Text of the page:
The two road signs warned motorists on Beachley road that they were approaching a harbour side with a dangerous drop onto the beach.

It is hoped that the Forest of Dean Highways Department will replace the signs as a matter of urgency.

“Over the years several vehicles have overshot the roadway and plunged into the swift-flowing estuary,” said Mr Fleming, “only last year the lifeboat was launched to the rescue of a driver trapped in a car which was swept away by the tide.

These signs are of particular importance to visitors and tourists who are unfamiliar with the road… lives could be lost through this act of vandalism.”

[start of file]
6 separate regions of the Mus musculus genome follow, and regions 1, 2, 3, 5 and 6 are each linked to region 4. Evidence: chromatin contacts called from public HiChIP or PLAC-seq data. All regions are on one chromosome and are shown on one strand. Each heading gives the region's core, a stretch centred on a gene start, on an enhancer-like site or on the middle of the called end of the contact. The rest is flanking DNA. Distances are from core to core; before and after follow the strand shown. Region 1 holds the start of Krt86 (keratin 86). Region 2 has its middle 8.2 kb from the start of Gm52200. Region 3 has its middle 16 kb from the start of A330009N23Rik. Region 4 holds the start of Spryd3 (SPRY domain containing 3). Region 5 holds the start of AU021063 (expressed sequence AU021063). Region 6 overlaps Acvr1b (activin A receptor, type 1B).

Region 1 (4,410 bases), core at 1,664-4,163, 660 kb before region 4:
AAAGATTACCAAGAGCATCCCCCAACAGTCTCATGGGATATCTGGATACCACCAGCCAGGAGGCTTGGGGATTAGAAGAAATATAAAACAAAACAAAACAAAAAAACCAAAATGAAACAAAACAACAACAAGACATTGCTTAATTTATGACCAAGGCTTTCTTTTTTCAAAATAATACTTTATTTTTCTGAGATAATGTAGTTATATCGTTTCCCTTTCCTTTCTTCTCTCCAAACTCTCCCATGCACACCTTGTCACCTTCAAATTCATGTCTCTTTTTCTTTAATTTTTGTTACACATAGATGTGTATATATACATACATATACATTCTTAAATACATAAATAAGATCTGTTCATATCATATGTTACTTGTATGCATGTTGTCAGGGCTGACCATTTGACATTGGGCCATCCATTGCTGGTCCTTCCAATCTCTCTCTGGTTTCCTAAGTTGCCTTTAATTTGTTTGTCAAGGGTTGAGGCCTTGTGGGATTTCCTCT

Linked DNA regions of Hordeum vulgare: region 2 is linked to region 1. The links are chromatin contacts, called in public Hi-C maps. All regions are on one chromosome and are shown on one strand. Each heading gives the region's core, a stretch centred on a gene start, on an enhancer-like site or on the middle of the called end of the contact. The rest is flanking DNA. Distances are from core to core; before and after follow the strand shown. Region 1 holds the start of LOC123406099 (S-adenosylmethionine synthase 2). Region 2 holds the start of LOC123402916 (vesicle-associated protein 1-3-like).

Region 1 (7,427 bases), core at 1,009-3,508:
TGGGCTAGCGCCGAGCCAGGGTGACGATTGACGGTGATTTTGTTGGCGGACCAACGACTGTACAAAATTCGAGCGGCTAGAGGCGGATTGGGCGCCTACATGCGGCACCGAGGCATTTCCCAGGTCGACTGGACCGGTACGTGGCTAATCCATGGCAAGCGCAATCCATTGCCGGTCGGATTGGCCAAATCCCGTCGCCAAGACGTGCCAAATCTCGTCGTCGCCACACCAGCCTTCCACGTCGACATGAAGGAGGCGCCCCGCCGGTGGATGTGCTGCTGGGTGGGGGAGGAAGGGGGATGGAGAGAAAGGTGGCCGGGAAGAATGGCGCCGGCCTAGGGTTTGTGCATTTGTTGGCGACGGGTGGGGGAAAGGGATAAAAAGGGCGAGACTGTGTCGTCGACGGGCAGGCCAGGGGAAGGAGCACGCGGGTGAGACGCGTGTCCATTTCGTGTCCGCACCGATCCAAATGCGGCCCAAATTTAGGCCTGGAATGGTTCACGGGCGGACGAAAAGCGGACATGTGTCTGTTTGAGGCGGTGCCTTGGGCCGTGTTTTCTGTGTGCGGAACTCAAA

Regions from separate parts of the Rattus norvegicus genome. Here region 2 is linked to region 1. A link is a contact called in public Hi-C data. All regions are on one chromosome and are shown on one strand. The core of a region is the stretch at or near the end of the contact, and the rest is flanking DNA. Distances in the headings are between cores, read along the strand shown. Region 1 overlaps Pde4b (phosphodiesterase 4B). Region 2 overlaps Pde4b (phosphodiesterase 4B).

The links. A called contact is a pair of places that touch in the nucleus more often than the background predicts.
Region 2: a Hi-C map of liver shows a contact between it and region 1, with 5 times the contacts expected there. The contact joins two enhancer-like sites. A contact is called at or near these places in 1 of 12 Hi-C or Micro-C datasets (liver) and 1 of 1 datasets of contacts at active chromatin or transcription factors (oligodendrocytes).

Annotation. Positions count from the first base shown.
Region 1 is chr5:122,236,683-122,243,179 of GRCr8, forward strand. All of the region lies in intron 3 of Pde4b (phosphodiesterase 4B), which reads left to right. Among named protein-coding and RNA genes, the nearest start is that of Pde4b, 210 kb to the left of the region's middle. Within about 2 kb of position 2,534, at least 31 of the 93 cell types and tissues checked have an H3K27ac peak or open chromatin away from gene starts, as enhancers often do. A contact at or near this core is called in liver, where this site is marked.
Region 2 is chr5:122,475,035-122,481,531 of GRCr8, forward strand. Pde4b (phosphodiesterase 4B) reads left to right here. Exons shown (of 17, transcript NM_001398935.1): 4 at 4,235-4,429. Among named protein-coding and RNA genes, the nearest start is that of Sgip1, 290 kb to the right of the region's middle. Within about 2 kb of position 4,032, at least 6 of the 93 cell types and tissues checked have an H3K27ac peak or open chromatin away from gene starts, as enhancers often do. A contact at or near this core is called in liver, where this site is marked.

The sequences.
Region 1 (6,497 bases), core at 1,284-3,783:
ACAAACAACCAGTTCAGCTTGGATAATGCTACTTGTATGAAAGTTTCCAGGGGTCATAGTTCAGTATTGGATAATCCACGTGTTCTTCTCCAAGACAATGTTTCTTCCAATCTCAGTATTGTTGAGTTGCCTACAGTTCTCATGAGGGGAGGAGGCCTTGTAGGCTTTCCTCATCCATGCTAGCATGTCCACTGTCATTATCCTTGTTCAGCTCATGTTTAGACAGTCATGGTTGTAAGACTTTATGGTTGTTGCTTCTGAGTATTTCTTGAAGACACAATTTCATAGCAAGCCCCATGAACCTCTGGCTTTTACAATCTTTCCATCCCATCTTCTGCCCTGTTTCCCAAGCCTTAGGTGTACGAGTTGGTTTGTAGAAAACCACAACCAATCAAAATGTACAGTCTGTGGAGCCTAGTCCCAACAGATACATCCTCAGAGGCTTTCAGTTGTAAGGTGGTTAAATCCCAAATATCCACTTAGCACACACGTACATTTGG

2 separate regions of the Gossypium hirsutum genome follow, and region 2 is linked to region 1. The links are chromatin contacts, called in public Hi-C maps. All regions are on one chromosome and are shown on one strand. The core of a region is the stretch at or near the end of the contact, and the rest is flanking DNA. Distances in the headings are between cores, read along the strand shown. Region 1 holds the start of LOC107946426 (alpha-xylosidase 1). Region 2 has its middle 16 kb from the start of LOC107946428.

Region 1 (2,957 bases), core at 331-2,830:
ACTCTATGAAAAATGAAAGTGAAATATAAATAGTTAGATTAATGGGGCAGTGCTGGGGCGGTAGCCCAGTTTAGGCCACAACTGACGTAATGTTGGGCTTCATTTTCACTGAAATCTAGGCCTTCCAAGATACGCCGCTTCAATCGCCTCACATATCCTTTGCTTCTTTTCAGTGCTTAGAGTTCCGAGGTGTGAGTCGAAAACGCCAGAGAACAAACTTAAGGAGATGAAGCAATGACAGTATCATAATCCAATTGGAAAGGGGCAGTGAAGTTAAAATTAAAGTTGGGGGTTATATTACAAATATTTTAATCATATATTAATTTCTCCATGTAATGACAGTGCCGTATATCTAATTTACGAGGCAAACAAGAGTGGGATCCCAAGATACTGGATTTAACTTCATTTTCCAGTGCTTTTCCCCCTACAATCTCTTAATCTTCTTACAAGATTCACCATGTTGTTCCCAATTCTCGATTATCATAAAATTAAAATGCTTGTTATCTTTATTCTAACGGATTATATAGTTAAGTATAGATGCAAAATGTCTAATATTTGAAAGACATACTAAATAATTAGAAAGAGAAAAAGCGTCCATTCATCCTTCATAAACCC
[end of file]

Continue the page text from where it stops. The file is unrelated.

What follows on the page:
SARA Tewkesbury show support for Daisychain Shops

Posted in Fundraising, News, Tewkesbury on April 17th, 2012 by Be the first to comment

SARA Tewkesbury show support for Daisy Chain ShopsAs part of our ongoing partnership with Daisychain Benevolent Fund, crew from Tewkesbury Station have pledged to help out over two busy weekends this summer in Evesham. Crew will be on hand to help staff during busy periods and offer water safety advice to locals, as well as explaining the work SARA does in the local area.

The Daisychain Shop on Bridge Street has two annual busy summer weekends – Evesham River Festival (6th-8th July) and Evesham Festival (25th-27th August), a three-day fishing event.

Crew have also been collecting reuseable goods and have started donating these to Daisychain for processing and sale to raise money for the charitable causes Daisychain supports. SARA was named as one of their main charities for 2012/2013 with their local focus being key to this.